Meet the Irish scientist in Australia creating software to tackle heart attacks

8 Feb 2022

Image: Dr Barry Doyle

Irishman Dr Barry Doyle explains how his family history triggered an interest in the area of heart disease and how he’s developing software-based tools to help surgeons.

Heart disease is one of the leading causes of death in the world, an issue that Dr Barry Doyle has been focusing on for years. He was working at the University of Western Australia (UWA) in Perth when he was presented with a clinical problem by a cardiologist in 2014.

“He was saving their lives, they’d just had a heart attack, he was putting stents in, the best management, the best imaging, the best devices,” Doyle said. “Regardless of that, one in three of his patients would either be dead or be back in with another heart attack within three years.”

Future Human

Doyle is now associate professor of biomedical engineering at UWA, the programme head of cardiovascular science and diabetes at the Harry Perkins Institute of Medical Research, and the head of the Vascular Engineering Lab (VascLab) at UWA which he established in 2014. He has also founded two start-ups that could change the way we treat patients.

Apricot: an advanced imaging tool

With the help of fellow researchers at VascLab, the latest result of Doyle’s work is Apricot, an advanced software-based imaging tool designed to help surgeons detect coronary artery issues before they can lead to further heart attacks.

Doyle said the problem for cardiologists is they can only treat the parts of the disease they can see. “But it’s the kind of underlying disease that is growing and developing that they can’t yet see. That’s what comes back to haunt them in the future. So that was the clinical problem and then we set out on a path of research and discovery to try to address that.”

Apricot aims to provide new information to the cardiologist when they are treating a patient, by combining other real-time images used by surgeons – such as angiography and optical coherence tomography (OCT) – and merging them into an advanced 3D visualisation of a diseased artery. This information could help surgeons make decisions when treating the artery, such as knowing the correct size of the stent they should use.

Apricot also runs simulations to assess where the most stress is being caused in arteries to show surgeons areas where plaque build-up is most likely to cause a rupture.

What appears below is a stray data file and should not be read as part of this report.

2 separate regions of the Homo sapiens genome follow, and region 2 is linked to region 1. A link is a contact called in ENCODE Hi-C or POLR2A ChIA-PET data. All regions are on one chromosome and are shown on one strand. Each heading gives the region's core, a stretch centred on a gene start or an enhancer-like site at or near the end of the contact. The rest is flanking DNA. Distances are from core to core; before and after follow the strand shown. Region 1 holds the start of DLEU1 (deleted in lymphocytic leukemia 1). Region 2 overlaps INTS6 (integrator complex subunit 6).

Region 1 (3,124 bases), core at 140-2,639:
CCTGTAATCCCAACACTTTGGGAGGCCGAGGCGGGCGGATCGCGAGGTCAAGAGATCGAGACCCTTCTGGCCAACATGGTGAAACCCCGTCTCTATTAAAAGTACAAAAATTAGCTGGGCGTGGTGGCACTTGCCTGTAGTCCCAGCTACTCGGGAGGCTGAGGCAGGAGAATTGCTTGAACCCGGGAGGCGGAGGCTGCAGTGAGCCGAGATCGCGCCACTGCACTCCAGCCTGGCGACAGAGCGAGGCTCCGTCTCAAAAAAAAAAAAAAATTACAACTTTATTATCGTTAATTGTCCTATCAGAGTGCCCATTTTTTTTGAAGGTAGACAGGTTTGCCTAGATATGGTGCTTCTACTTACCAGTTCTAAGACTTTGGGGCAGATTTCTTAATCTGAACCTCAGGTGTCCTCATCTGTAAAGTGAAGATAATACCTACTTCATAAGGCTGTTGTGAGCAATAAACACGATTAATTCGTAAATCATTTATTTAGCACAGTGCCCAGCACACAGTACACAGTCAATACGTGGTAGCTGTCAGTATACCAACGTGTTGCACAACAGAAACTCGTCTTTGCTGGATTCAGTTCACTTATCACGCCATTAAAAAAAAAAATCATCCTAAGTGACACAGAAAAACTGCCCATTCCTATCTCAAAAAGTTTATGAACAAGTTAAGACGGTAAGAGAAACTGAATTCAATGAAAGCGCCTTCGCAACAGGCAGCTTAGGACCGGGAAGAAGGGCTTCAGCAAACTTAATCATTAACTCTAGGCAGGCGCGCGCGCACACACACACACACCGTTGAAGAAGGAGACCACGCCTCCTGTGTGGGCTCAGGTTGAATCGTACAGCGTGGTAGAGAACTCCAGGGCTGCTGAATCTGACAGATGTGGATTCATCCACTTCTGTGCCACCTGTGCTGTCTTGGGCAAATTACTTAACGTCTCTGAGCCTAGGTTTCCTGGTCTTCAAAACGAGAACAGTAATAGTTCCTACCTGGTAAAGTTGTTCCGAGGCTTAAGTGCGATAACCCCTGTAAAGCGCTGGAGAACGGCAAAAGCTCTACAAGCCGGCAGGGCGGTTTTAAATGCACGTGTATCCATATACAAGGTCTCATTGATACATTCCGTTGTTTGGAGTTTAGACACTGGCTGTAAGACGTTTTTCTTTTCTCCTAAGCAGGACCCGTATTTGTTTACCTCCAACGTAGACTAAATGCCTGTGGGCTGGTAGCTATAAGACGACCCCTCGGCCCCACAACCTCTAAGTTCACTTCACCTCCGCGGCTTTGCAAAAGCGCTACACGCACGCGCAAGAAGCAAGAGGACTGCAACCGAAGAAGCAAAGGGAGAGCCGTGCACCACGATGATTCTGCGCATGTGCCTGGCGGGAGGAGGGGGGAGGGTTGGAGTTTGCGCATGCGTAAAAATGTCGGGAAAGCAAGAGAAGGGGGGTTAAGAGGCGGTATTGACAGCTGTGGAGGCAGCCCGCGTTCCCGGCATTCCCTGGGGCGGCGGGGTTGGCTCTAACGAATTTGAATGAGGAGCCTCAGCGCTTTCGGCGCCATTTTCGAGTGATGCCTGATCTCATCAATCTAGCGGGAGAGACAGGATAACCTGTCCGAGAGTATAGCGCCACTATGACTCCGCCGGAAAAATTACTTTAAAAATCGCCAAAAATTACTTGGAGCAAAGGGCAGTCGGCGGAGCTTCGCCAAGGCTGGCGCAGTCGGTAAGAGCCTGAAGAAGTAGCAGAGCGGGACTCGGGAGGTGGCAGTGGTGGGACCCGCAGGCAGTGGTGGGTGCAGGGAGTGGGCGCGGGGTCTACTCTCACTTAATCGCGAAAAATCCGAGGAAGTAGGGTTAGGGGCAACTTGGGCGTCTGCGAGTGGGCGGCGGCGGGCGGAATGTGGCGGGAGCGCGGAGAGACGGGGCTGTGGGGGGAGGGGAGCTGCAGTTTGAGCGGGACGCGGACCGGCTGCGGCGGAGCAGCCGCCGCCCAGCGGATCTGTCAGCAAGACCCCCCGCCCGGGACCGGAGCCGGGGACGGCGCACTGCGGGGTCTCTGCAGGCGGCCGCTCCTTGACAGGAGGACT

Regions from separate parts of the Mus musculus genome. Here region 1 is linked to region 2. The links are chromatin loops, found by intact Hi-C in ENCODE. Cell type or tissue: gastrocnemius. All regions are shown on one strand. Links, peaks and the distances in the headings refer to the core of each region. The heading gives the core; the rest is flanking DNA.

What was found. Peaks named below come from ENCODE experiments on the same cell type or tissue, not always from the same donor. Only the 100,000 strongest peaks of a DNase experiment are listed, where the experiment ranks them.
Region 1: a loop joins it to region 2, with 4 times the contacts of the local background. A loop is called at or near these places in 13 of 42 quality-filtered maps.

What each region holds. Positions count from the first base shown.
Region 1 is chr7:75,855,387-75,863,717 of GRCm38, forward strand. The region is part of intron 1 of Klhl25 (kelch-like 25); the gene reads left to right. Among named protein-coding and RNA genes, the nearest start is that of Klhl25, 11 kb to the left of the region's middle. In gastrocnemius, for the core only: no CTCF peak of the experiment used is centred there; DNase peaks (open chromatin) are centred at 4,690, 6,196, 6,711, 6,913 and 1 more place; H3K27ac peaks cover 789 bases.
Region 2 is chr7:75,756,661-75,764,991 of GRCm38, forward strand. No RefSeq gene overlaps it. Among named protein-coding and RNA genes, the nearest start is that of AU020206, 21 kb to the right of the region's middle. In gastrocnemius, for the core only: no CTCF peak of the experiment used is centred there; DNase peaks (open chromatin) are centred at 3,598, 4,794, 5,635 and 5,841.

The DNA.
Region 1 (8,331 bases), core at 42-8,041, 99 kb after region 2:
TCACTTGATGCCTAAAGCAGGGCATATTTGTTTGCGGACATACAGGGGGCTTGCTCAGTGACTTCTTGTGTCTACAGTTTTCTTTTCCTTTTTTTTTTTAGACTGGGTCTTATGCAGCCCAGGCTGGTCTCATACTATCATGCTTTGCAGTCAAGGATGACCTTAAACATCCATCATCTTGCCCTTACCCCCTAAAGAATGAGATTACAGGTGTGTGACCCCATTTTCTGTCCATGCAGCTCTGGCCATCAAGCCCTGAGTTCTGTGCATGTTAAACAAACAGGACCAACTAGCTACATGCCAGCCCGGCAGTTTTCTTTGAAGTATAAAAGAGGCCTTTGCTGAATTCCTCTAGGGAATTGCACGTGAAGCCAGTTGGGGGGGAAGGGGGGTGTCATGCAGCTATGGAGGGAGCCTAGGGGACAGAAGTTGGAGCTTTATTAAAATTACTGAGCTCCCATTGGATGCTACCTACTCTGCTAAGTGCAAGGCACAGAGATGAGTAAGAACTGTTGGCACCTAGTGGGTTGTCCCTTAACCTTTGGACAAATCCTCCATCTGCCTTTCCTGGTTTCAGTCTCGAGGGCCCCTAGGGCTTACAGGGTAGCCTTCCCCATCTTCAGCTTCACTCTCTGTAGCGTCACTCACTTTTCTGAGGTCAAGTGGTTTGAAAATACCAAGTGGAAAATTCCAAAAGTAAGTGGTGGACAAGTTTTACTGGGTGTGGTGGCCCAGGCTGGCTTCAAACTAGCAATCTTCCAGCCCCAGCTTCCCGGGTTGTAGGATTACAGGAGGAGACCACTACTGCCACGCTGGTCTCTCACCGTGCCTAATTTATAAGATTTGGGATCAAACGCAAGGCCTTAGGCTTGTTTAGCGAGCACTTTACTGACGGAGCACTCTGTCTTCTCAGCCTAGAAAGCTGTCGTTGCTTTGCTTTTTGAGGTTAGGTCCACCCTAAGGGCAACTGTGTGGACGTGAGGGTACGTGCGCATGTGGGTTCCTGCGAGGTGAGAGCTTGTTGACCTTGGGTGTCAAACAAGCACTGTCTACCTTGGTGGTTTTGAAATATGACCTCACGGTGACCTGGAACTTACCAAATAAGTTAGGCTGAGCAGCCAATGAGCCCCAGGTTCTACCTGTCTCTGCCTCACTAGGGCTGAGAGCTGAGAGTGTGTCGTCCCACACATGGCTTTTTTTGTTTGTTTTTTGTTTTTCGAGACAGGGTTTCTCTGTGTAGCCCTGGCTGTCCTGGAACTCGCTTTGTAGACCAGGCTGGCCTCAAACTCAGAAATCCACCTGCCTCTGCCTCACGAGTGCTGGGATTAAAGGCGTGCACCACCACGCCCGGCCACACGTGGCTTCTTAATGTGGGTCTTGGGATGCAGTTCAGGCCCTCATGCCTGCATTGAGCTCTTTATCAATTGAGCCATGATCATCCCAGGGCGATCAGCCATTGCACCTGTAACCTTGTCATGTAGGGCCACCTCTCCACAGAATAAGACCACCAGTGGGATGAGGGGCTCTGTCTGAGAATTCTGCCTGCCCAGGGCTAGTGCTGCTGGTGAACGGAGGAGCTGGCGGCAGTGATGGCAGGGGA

Visual representation of the images Apricot creates.

Example of the images Apricot creates. Image: Navier Medical

Doyle has developed Apricot over the past seven years with researchers including Dr Lachlan Kelsey from UWA’s School of Engineering and with collaboration from Prof Carl Schultz, the UWA cardiology chair and the surgeon who first presented the clinical problem to Doyle.

Last year, the Irishman and his team founded Navier Medical to commercialise the Apricot technology. In November, the start-up received the Rio Tinto Emerging Innovation Award at the WA Innovator of the Year 2021 awards.

Doyle said there are many challenges associated with taking university research from the lab into the real world, but he expects the product to be ready for launch by 2025.

“When you’re doing something in the confinement of a university academic setting, you’re very protected and you’re in this kind of different world. Then you come out into the big bad world and you can just be chewed up and spat out within minutes, so it’s been fun.”

Irish roots

Doyle was born in Enniscorthy in Wexford. His family moved to England when he was six years old, before settling in Cork when he was 10.

He originally had plans to study computer science as his dad had a computer company. But as he was preparing to leave school, a new course in biomedical engineering was being launched at Cork Institute of Technology. It was a time when new companies were arriving in Ireland and this sector was starting to emerge.